The so-called “Operation Escalin” will initially involve mobilising more than 200 soldiers, including 100 drivers, to deliver fuel to petrol station forecourts, Defence Secretary Ben Wallace announced on Friday. The army fuel shipments will start arriving at stations on Monday.

"While the situation is stabilising, our armed forces are there to fill in any critical vacancies and help keep the country on the move by supporting the industry to deliver fuel to forecourts."


The move comes just two days after Prime Minister Boris Johnson tried to assure Brits that fuel supplies are returning to normal. He also urged consumers to “go about their business in the normal way,” filling up only when necessary, and said the UK’s supply-chain problems will be resolved before Christmas.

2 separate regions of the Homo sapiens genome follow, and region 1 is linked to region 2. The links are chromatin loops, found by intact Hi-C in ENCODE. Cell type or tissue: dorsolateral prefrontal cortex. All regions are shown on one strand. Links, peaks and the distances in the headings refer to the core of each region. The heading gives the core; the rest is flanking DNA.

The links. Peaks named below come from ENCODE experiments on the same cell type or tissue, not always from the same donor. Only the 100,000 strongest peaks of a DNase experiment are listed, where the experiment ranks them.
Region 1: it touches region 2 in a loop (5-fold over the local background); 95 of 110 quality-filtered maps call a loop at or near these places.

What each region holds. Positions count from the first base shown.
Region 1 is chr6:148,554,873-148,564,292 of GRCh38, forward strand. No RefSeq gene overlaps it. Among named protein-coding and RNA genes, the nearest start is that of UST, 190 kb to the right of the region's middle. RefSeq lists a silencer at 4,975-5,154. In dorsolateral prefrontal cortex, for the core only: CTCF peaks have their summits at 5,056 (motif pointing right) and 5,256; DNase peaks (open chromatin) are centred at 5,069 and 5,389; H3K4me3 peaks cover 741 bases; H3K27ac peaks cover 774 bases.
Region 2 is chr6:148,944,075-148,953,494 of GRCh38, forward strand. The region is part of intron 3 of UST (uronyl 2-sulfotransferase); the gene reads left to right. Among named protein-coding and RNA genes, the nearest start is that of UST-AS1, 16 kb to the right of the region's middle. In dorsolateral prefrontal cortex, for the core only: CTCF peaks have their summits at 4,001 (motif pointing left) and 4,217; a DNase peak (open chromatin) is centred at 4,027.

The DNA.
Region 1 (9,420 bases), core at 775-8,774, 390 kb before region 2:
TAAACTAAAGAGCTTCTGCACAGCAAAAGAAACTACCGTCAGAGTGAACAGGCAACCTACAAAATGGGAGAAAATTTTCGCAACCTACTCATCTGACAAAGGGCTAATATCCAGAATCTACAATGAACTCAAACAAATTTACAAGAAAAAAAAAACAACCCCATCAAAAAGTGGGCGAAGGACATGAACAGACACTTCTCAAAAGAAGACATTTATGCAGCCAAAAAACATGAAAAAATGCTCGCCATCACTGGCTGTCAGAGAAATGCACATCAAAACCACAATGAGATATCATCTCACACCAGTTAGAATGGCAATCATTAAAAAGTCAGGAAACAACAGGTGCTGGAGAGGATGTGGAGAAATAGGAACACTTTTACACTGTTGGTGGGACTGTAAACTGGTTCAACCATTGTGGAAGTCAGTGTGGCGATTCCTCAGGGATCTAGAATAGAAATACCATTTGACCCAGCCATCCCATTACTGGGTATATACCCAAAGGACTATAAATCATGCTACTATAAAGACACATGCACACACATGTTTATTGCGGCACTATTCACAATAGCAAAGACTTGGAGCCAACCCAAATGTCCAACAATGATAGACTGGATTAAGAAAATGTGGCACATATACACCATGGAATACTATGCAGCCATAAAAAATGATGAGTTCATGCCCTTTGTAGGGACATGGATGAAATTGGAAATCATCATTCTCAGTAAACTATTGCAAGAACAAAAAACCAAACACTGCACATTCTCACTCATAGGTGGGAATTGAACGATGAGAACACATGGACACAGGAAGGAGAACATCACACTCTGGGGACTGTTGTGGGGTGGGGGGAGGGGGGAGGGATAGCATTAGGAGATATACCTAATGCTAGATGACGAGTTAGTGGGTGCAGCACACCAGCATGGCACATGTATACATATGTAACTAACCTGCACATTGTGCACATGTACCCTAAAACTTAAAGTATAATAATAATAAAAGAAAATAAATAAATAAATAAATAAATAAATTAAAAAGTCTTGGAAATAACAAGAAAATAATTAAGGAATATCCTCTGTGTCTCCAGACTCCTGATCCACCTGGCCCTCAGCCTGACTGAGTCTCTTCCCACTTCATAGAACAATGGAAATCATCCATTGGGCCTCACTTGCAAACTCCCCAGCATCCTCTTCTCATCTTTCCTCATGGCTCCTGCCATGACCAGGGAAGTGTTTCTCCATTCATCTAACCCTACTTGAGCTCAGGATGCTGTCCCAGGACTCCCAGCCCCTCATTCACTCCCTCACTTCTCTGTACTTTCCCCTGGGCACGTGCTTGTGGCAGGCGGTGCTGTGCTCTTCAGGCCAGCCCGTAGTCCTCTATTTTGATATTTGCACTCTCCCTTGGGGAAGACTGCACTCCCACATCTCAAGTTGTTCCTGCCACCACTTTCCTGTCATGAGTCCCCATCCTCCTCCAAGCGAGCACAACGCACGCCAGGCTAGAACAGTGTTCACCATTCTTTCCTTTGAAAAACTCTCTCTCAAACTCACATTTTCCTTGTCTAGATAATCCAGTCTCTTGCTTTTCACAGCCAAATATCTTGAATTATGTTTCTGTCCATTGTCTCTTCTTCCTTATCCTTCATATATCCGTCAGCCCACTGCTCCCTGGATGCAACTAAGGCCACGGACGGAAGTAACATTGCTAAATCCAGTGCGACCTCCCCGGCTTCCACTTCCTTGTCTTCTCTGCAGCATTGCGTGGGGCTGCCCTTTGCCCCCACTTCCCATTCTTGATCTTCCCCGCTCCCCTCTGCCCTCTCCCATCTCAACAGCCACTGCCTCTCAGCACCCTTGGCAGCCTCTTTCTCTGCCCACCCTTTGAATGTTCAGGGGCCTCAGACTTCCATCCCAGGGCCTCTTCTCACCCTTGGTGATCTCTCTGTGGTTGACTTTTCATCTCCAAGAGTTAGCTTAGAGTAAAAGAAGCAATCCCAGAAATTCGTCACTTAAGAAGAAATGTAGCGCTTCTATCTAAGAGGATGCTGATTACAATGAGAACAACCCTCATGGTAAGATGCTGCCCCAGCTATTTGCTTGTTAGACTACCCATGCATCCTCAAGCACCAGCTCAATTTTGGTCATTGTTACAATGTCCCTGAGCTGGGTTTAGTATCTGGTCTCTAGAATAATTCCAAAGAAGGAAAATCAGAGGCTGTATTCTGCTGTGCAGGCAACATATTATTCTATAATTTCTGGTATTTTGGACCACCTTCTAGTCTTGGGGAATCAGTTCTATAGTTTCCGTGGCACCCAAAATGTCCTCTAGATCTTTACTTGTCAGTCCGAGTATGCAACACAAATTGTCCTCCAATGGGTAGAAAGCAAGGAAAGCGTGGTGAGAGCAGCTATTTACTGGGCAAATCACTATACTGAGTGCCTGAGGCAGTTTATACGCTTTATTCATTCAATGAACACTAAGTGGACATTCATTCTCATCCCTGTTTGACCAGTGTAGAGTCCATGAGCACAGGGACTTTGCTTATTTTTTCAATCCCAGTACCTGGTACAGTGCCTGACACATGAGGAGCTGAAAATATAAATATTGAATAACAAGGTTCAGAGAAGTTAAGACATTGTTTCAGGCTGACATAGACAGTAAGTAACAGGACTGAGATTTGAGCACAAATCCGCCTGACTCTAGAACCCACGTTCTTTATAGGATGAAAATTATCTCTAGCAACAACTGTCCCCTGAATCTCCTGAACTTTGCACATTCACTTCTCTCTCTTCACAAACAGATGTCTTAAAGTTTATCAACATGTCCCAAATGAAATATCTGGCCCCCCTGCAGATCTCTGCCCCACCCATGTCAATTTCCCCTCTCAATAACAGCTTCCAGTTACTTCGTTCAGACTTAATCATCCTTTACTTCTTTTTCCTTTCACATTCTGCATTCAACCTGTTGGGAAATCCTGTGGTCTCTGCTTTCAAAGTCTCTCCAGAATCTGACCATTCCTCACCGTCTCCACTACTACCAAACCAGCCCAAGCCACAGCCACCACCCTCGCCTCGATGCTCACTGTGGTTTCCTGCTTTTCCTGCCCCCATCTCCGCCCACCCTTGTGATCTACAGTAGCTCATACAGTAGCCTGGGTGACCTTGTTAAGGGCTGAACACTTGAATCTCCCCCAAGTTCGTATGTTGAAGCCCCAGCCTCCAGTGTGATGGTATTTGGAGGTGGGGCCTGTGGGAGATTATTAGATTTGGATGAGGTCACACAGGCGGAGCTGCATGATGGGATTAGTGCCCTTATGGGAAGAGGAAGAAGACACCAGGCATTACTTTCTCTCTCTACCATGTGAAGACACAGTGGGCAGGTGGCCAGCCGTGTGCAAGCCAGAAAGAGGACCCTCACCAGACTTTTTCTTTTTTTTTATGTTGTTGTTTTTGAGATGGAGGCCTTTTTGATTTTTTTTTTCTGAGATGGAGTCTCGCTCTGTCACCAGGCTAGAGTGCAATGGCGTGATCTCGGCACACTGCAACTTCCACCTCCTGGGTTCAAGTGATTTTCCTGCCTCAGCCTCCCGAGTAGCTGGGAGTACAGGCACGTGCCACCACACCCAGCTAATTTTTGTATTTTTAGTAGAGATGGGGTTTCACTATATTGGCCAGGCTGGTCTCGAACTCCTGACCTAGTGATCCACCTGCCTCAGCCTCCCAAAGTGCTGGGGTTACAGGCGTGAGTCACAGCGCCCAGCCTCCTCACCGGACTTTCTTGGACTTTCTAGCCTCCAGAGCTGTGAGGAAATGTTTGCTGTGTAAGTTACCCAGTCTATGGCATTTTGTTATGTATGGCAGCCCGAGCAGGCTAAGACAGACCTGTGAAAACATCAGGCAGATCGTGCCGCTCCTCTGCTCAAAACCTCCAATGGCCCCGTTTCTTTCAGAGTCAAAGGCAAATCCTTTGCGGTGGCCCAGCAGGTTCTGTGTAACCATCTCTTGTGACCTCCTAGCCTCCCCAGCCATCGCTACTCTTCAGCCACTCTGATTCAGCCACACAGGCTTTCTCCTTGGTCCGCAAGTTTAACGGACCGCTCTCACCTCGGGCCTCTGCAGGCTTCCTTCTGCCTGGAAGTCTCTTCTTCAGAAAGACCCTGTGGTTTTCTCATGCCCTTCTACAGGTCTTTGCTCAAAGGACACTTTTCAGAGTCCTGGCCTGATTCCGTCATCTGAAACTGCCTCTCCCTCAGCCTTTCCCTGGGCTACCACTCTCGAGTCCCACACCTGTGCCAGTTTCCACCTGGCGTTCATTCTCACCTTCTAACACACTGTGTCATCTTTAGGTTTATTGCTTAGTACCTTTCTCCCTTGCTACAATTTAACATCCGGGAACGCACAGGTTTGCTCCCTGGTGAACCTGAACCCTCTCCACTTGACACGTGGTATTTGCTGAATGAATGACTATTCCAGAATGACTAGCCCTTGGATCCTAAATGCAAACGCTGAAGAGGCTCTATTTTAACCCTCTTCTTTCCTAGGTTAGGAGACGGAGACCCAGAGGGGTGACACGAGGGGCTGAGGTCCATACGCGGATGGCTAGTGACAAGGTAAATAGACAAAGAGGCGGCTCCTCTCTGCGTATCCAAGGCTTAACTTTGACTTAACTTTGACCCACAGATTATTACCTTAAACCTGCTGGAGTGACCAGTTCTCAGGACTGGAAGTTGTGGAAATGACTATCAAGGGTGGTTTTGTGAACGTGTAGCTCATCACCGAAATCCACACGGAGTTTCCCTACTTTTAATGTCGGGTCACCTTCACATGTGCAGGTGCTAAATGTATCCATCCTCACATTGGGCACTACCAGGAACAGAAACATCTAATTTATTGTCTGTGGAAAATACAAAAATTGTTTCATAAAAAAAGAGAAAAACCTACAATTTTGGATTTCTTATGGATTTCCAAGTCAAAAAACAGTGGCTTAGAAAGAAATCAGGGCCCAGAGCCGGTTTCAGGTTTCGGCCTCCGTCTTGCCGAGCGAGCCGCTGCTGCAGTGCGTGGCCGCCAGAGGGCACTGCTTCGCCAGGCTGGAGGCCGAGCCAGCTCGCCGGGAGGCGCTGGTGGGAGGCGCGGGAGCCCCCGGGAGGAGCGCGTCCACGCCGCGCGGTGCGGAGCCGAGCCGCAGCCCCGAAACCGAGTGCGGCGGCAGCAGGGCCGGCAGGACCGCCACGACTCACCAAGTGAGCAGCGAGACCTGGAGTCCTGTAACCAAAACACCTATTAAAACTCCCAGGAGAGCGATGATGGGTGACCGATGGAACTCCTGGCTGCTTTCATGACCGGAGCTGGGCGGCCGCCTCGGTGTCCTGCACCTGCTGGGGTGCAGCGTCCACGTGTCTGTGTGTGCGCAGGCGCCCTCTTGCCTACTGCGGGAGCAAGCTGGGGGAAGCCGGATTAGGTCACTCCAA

However, Johnson also put the army on standby, in case the military was needed to help ease the fuel crisis. The Operation Escalin troops have been undergoing training this week at haulier sites to learn how to fill up tankers and fuel pumps.

Even as government officials have claimed progress in distributing fuel supplies, queues at petrol stations have remained long, especially in London and southeast England. The Petrol Retailers Association (PRA), which represents about 5,500 of the UK’s 8,300 fueling stations, said a survey of its members showed that 37% of forecourts had no petrol or diesel to sell as of Wednesday morning. According to the BBC, that figure improved to 26% on Friday.

“There are early signs that the crisis at the pumps is ending, with more of our members reporting that they are now taking further deliveries of fuel,” PRA executive director Gordon Balmer said.

Environment Secretary George Eustice earlier this week argued that “there isn’t a shortage” of petrol and chided consumers for buying fuel “when they don’t need it.” Although he acknowledged that preparations were being made in case the military was needed, he said, “We’ve no plans at the moment to bring in the army to actually do driving.”

Meanwhile, the UK and wider continental Europe are also plagued by a surge in natural gas prices to record highs, putting energy suppliers at risk of collapse.